Born To Run

This is a sample of what the maritime journals are sending to their confused readers.

“Slow steaming certainly garners its fair share of press, but in reality, how prevalent is it?” is how one authoritative writer begins his article. Then he provides us with some data obtained from a “study” conducted by a noted manufacturer of Diesel engines.

“In overview,” the reporter states, “the study found that the overwhelming reason for adopting slow steaming was the promise of fuel savings (cited by 94.7% of those adopting the method) …

“While much talk in the industry today revolves around the reduction of emissions from ships, it clearly was a secondary concern to fuel consumption and costs …

“While fuel savings was the primary driver, the survey found that better utilization of existing fleet capacity also played a significant role in the decision to adopt slow steaming …”

So that other 5.3% – those concerned with emissions, fuel consumption, costs and capacity utilization – is what the author calls “significant”?

Back on June 3, 2011, in our Vol. XXVII, Art. 29 commentary, we wrote:

“If you’re not convinced by this time that ‘slow steaming’ is just another hoax – just another sure-fire way to bleed the taxpayer/consumer – read what Lloyd’s Register says about the stratagem. In dismissing the ‘slow steaming’ concept as costly and harmful to the environment, the marine classification society told Marine TV:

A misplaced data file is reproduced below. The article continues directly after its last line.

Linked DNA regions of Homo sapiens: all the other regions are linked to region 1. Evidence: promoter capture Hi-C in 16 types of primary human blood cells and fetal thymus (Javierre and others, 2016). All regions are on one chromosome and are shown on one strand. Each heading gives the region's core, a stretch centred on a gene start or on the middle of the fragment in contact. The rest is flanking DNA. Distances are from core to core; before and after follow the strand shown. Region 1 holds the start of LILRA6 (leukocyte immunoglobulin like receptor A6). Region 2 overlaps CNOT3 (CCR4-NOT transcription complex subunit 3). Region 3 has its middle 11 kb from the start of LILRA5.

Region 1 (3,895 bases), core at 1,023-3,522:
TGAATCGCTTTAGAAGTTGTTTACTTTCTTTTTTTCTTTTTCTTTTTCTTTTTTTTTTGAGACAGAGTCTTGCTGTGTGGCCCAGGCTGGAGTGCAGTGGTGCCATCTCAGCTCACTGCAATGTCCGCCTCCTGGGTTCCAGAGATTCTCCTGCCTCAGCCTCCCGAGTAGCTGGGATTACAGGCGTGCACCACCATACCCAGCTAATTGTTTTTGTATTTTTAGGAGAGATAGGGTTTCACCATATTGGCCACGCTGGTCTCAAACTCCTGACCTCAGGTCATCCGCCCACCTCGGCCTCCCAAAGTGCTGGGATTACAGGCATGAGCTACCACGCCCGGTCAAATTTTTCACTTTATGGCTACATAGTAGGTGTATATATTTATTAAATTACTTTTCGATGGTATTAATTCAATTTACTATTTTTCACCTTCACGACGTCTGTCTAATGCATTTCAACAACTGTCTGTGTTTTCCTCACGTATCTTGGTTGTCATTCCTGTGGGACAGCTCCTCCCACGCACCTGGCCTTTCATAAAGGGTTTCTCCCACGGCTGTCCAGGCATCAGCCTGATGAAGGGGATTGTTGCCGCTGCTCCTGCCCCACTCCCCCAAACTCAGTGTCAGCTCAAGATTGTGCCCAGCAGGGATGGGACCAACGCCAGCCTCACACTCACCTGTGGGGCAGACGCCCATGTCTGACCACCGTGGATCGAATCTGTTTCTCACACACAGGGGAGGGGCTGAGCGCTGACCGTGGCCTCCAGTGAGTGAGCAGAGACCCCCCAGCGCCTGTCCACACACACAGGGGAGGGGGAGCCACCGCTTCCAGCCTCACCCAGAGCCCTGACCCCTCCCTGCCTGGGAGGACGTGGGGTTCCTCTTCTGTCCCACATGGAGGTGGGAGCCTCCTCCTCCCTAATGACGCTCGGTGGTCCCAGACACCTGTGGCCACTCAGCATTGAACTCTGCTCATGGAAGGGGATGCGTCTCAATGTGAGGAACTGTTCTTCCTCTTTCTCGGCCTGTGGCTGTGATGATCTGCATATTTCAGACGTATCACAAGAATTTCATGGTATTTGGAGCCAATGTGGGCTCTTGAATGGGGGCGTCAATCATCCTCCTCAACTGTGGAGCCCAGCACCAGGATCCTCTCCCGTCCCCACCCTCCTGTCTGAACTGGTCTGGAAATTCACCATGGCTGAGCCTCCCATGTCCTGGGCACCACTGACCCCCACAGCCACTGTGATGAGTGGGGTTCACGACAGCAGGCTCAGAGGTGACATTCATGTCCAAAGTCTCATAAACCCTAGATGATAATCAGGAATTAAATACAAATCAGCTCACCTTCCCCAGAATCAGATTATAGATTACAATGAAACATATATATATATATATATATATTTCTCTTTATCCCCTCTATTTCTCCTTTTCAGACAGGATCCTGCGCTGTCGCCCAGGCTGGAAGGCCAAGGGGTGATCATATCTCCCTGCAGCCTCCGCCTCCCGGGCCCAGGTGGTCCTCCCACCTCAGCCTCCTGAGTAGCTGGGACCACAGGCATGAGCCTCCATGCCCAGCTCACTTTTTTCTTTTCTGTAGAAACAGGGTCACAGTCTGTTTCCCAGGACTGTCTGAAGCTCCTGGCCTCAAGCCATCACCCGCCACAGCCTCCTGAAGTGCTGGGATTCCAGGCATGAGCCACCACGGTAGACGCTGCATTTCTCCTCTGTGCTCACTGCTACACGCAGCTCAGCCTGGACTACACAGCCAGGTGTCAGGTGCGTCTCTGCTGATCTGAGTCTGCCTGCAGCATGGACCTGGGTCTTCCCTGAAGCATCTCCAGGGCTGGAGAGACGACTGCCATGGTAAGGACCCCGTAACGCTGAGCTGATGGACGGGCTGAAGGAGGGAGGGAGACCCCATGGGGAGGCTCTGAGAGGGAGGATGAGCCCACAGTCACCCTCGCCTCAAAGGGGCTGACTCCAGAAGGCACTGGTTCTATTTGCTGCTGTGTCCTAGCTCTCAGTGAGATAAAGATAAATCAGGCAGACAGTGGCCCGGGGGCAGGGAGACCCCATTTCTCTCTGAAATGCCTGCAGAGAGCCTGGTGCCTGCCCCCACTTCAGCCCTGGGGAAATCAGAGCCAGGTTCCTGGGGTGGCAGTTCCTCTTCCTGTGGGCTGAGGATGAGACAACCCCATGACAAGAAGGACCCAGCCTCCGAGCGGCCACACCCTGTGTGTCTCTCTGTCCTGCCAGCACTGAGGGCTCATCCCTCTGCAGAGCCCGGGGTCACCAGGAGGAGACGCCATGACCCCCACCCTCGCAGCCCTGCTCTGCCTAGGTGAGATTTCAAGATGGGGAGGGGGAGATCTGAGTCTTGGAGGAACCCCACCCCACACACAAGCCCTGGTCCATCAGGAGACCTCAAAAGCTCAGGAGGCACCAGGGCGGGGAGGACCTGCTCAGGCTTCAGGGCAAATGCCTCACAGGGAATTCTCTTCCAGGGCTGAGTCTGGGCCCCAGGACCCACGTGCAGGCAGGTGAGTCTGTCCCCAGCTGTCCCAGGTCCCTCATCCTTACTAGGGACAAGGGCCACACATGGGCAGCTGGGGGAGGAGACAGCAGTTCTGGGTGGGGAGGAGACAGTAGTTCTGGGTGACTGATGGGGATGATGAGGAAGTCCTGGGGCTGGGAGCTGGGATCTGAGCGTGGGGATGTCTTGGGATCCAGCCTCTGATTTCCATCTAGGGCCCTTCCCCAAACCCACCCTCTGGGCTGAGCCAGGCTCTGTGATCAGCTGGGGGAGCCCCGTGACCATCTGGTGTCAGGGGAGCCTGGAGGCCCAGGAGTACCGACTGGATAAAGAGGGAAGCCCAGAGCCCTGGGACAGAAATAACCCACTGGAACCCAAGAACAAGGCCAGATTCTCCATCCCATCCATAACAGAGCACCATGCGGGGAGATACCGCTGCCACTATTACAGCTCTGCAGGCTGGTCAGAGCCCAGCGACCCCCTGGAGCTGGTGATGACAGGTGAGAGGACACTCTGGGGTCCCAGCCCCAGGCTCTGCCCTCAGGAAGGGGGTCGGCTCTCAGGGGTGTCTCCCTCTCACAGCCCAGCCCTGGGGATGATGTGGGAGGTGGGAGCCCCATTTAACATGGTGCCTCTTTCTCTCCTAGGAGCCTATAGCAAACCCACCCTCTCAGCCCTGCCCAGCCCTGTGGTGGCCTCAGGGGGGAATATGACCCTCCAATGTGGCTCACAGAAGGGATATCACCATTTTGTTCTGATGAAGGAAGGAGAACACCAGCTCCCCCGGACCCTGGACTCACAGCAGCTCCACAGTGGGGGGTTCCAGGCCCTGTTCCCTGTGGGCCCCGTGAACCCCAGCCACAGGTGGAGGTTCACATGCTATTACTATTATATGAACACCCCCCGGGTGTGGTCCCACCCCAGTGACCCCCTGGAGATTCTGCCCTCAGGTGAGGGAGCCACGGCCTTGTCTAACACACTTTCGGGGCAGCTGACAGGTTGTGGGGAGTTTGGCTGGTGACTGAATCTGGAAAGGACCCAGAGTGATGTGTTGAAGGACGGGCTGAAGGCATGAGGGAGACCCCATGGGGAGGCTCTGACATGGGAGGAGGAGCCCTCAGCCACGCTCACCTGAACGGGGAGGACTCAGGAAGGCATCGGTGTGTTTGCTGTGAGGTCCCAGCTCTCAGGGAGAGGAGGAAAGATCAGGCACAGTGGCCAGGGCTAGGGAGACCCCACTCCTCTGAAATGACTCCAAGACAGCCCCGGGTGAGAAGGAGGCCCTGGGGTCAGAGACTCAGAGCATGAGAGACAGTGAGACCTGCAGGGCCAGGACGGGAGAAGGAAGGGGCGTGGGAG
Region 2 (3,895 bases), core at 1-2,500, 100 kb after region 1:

“‘Containerships are built to operate at higher outputs and will need to be more closely monitored when slow steaming to avoid loss of engine performance, fuel quality, and lubrication oil consumption when moving below 20 knots. The large containership is designed for 25 knots at 70,000kw main engine power and will require just 50 percent power when reduced to 20 knots. As voyage times increase, fuel savings will be less, and at slower speeds Nox emissions also increase, resulting in waste engine capacity, higher capital costs from unused power potential, losses in heat recovery systems, turbocharger and propeller efficiency as well as increased fouling of hulls and propellers. Lloyd’s Register also warned of increased compensatory fuel consumption and possible vibration levels risking safe, reliable ship operations.’ –

“Carriers should quit lying to us. There are no benefits or profits to pass on. The only things being passed on are the extra costs incurred by the arrogant ‘slow steaming’ stratagem. The real reason for ‘slow steaming’ is to avoid scrapping the overcapacity which resulted from mismanagement and the ‘corporate fanning of feathers’. Let’s call a spade a spade. ‘Slow stealing’ is what it is.”

Emissions? Fuel consumption? Costs? Need more proof that these guys are liars?